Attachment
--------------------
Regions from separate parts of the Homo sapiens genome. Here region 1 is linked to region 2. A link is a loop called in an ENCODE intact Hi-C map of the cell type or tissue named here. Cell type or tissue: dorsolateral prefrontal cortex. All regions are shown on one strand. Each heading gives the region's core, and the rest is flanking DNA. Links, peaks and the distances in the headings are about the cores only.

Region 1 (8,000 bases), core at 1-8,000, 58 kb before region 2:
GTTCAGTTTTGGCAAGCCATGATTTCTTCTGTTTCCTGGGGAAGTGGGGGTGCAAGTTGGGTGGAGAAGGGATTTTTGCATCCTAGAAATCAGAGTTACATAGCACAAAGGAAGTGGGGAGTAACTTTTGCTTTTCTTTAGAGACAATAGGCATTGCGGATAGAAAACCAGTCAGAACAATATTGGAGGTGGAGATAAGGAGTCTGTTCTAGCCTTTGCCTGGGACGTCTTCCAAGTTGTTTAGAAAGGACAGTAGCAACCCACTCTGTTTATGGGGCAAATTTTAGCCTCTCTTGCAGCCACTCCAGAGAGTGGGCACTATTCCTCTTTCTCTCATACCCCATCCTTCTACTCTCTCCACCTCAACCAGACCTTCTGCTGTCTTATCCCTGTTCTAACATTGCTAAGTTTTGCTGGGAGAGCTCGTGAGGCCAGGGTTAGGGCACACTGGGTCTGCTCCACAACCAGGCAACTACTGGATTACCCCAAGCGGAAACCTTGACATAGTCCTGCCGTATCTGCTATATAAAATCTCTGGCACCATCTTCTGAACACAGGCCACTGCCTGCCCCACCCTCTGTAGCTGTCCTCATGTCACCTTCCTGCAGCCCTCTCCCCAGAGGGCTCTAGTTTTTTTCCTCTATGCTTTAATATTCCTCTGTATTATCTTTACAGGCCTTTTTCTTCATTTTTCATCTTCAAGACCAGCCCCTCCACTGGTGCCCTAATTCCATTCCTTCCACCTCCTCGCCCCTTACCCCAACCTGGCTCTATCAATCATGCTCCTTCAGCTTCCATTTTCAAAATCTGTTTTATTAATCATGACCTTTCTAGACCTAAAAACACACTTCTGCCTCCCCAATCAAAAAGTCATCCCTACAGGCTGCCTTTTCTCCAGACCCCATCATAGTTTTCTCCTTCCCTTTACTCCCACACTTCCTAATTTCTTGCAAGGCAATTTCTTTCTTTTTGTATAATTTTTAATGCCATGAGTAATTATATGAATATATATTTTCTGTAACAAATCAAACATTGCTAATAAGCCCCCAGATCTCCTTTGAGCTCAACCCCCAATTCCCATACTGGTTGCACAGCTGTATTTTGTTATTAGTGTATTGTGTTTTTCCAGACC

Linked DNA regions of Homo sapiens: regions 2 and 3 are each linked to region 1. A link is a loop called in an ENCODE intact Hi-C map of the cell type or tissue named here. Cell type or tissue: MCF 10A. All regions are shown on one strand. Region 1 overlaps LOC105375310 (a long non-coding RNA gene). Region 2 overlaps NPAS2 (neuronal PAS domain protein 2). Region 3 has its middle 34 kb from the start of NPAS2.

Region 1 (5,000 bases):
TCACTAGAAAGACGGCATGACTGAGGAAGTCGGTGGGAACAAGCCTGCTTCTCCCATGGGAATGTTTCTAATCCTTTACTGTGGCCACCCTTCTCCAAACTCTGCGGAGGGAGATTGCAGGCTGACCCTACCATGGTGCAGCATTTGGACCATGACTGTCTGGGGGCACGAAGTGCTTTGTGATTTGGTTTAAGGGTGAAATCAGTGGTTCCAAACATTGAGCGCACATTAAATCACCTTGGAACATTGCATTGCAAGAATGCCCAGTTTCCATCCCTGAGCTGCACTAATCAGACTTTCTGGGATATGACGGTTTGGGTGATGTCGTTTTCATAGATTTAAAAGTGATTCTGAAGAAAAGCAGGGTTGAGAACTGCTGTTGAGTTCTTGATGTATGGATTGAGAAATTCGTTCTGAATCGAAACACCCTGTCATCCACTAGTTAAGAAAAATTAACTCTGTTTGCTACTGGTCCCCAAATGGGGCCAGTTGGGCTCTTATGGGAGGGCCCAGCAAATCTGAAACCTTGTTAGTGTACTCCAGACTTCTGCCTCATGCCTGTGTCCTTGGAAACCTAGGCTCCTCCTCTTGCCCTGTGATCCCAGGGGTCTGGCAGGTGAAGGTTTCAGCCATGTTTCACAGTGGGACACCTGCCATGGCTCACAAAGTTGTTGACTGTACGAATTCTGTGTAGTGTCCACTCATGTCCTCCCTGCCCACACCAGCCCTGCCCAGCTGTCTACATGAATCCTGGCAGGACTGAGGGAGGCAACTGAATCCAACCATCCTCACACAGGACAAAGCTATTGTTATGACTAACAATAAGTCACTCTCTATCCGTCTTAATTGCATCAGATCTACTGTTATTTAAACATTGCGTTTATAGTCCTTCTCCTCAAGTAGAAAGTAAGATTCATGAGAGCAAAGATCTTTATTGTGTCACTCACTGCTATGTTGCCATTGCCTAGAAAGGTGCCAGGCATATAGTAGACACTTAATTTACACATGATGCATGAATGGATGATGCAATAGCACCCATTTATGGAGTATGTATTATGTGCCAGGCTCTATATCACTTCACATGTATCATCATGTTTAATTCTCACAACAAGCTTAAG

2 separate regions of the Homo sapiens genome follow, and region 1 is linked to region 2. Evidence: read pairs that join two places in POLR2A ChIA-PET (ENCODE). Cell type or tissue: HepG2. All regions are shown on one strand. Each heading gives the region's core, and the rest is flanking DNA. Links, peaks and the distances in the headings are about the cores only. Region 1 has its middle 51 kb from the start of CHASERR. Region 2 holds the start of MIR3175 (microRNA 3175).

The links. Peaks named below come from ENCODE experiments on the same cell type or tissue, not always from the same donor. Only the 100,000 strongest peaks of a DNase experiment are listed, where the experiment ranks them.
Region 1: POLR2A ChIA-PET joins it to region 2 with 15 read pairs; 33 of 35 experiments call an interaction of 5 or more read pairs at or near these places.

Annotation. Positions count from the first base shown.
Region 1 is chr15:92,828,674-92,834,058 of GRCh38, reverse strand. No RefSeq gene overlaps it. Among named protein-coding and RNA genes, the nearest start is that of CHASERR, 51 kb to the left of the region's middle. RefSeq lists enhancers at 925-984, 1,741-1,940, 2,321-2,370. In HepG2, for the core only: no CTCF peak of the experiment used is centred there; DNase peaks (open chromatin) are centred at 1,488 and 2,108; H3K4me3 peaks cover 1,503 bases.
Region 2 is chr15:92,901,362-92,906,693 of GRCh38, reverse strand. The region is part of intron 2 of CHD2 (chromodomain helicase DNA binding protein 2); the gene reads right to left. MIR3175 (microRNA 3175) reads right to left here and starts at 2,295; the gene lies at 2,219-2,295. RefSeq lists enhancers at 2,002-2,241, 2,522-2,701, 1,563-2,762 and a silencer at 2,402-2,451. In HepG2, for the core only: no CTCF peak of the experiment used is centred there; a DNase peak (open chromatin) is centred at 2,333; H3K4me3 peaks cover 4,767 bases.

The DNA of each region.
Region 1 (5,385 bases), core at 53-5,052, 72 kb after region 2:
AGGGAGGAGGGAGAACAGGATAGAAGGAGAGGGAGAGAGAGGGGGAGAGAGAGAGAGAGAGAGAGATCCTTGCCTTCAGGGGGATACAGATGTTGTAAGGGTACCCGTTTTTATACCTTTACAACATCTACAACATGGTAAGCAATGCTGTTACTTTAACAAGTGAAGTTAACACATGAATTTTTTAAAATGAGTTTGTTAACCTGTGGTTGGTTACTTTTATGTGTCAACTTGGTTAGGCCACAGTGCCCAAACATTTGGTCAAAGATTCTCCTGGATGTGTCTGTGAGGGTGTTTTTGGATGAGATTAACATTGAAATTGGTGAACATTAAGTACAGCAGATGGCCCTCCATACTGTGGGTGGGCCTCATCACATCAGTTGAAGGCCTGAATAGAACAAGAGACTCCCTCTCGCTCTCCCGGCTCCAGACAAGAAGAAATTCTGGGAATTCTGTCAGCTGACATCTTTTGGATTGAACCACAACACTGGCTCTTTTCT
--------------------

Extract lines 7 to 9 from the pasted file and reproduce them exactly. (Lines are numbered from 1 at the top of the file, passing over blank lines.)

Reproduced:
2 separate regions of the Homo sapiens genome follow, and region 1 is linked to region 2. Evidence: read pairs that join two places in POLR2A ChIA-PET (ENCODE). Cell type or tissue: HepG2. All regions are shown on one strand. Each heading gives the region's core, and the rest is flanking DNA. Links, peaks and the distances in the headings are about the cores only. Region 1 has its middle 51 kb from the start of CHASERR. Region 2 holds the start of MIR3175 (microRNA 3175).

The links. Peaks named below come from ENCODE experiments on the same cell type or tissue, not always from the same donor. Only the 100,000 strongest peaks of a DNase experiment are listed, where the experiment ranks them.
Region 1: POLR2A ChIA-PET joins it to region 2 with 15 read pairs; 33 of 35 experiments call an interaction of 5 or more read pairs at or near these places.